The 58 minute documentary "Zen and War" was produced by the Buddhist Broadcasting Foundation of the Netherlands in 2009. This documentary, based on Victoria’s 1997 book Zen at War, features, for the first time, contemporary Japanese Zen masters attempting to explain why their predecessors became such strong, if not fanatical, supporters of Japanese militarism. The film is narrated in Dutch, English and Japanese, with English subtitles for the Dutch and Japanese sections. Essentially it is a case study of institutional religion's involvement in the sacralization of violence, aka, "holy war," as manifested by Buddhism in twentieth century Japan." Brian Victoria currently serves as professor of Japanese Studies at Antioch University in Yellow Springs, Ohio. His time is divided between Yellow Springs and Kyoto In addition to authoring Zen at War (2nd, enlarged edition Rowman & Littlefield, 2006),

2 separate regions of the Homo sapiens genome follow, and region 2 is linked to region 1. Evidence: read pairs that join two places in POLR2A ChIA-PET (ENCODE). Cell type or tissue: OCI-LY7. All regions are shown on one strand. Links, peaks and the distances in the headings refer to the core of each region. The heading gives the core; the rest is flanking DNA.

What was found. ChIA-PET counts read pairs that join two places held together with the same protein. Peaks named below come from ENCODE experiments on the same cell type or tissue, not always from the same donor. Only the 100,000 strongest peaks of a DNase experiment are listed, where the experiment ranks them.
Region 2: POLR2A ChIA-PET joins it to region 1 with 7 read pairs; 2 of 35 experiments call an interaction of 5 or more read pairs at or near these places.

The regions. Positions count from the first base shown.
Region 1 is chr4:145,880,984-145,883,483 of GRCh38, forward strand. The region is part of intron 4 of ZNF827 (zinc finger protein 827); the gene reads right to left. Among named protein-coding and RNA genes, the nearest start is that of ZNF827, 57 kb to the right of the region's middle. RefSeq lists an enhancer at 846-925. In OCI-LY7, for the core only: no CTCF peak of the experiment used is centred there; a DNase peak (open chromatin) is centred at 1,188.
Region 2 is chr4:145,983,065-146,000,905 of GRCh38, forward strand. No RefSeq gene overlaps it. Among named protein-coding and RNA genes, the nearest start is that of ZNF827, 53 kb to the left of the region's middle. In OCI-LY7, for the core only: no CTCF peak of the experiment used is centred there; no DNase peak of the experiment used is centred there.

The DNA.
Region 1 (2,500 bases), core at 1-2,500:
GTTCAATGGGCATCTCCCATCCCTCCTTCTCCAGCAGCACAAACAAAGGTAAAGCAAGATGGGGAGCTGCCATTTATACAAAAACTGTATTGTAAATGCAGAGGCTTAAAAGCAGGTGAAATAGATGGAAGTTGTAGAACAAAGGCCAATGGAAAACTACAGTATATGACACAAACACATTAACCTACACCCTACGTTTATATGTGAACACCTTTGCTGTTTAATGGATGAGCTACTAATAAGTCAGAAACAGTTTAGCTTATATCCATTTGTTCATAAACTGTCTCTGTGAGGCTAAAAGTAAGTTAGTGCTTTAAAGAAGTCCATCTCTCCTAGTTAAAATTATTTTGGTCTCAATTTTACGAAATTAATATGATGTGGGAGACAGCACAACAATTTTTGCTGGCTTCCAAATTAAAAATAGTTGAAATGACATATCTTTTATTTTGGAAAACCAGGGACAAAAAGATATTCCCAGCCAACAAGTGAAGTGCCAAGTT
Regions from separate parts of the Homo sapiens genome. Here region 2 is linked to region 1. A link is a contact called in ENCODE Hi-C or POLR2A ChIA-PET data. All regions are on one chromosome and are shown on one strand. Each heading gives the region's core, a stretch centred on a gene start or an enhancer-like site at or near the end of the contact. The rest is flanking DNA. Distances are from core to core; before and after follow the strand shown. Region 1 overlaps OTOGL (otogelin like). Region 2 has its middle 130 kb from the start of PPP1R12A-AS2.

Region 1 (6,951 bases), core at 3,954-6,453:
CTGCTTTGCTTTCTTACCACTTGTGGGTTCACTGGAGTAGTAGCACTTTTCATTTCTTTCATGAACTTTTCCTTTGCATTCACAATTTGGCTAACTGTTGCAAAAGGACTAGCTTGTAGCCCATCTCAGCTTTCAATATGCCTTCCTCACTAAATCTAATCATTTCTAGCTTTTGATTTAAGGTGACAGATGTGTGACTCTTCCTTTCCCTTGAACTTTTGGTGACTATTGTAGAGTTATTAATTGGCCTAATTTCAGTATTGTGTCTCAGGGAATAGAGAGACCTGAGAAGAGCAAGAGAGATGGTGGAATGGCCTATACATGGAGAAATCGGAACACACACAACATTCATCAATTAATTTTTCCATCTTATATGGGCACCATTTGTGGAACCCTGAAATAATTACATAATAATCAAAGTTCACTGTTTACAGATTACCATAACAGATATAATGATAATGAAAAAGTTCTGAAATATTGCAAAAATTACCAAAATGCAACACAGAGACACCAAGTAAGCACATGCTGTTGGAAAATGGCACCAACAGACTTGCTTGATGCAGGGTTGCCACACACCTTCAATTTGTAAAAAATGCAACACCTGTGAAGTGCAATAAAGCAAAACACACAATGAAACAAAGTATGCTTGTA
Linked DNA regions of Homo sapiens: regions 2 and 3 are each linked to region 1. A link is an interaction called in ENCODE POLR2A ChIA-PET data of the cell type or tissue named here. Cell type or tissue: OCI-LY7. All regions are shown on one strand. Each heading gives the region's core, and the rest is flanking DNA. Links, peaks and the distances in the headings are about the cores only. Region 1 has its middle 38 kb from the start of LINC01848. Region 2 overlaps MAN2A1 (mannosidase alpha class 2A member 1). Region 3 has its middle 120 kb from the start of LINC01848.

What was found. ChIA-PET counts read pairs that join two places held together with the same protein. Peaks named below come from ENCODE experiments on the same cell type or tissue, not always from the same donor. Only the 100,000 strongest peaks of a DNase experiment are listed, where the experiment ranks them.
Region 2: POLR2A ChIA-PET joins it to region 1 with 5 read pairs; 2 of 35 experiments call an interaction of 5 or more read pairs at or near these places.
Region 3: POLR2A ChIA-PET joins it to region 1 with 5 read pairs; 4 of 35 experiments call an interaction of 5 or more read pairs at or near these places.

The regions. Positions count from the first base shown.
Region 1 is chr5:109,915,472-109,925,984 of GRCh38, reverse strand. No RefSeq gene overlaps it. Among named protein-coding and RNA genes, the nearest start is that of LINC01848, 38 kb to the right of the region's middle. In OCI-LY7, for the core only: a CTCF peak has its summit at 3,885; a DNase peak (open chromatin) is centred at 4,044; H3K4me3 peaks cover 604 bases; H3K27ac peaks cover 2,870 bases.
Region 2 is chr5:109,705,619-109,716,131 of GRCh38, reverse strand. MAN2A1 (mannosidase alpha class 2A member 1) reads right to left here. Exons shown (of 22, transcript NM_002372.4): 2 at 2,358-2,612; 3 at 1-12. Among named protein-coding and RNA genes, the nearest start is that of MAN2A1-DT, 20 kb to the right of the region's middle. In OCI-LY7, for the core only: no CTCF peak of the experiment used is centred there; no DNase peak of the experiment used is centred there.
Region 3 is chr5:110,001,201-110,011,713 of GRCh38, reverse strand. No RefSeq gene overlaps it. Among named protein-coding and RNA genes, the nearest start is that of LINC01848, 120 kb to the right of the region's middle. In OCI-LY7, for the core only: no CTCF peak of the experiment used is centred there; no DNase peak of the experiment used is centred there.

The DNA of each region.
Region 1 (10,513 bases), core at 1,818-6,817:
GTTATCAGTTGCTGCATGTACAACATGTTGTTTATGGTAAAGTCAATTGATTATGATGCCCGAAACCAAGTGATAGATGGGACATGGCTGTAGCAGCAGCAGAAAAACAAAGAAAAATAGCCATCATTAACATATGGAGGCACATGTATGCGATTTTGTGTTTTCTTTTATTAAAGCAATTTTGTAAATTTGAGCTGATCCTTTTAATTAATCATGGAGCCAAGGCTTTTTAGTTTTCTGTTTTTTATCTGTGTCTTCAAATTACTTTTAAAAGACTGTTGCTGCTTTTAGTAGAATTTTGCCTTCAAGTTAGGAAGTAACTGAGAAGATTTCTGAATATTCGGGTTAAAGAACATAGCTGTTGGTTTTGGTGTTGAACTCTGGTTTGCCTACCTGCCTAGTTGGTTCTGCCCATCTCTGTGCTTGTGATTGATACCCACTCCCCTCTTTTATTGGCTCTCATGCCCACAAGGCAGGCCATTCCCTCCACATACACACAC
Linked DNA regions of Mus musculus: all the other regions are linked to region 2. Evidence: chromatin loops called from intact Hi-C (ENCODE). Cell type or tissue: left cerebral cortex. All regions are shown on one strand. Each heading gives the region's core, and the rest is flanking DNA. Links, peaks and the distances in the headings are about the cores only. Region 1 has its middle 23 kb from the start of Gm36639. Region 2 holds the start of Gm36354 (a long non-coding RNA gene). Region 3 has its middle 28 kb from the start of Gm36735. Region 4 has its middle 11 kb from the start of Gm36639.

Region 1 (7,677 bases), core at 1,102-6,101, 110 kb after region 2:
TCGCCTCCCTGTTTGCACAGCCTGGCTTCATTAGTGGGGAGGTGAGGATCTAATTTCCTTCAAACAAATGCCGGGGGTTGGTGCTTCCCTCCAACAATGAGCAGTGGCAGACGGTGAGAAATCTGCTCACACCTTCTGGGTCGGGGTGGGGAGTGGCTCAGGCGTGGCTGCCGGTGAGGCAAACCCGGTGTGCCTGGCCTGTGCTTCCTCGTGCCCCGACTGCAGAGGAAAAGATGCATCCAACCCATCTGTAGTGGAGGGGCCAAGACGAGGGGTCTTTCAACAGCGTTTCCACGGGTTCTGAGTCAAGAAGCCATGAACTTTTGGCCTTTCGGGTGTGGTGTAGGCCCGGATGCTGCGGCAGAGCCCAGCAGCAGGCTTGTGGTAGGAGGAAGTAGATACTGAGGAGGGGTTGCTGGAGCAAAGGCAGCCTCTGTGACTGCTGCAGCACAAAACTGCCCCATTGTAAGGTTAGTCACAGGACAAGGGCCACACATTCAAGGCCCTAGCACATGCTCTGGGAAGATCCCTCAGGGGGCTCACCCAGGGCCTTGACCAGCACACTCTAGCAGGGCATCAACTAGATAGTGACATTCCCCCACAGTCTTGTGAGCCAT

Victoria’s major writings include Zen War Stories (RoutledgeCurzon, 2003); an autobiographical work in Japanese entitled Gaijin de ari, Zen bozu de ari (As a Foreigner, As a Zen Priest), published by San-ichi Shobo in 1971; Zen Master Dōgen, coauthored with Prof. Yokoi Yūhō of Aichi-gakuin University (Weatherhill, 1976); and a translation of The Zen Life by Sato Koji (Weatherhill, 1972). In addition, Brian has published numerous journal articles, including research on the overall relationship of religion to violence and warfare.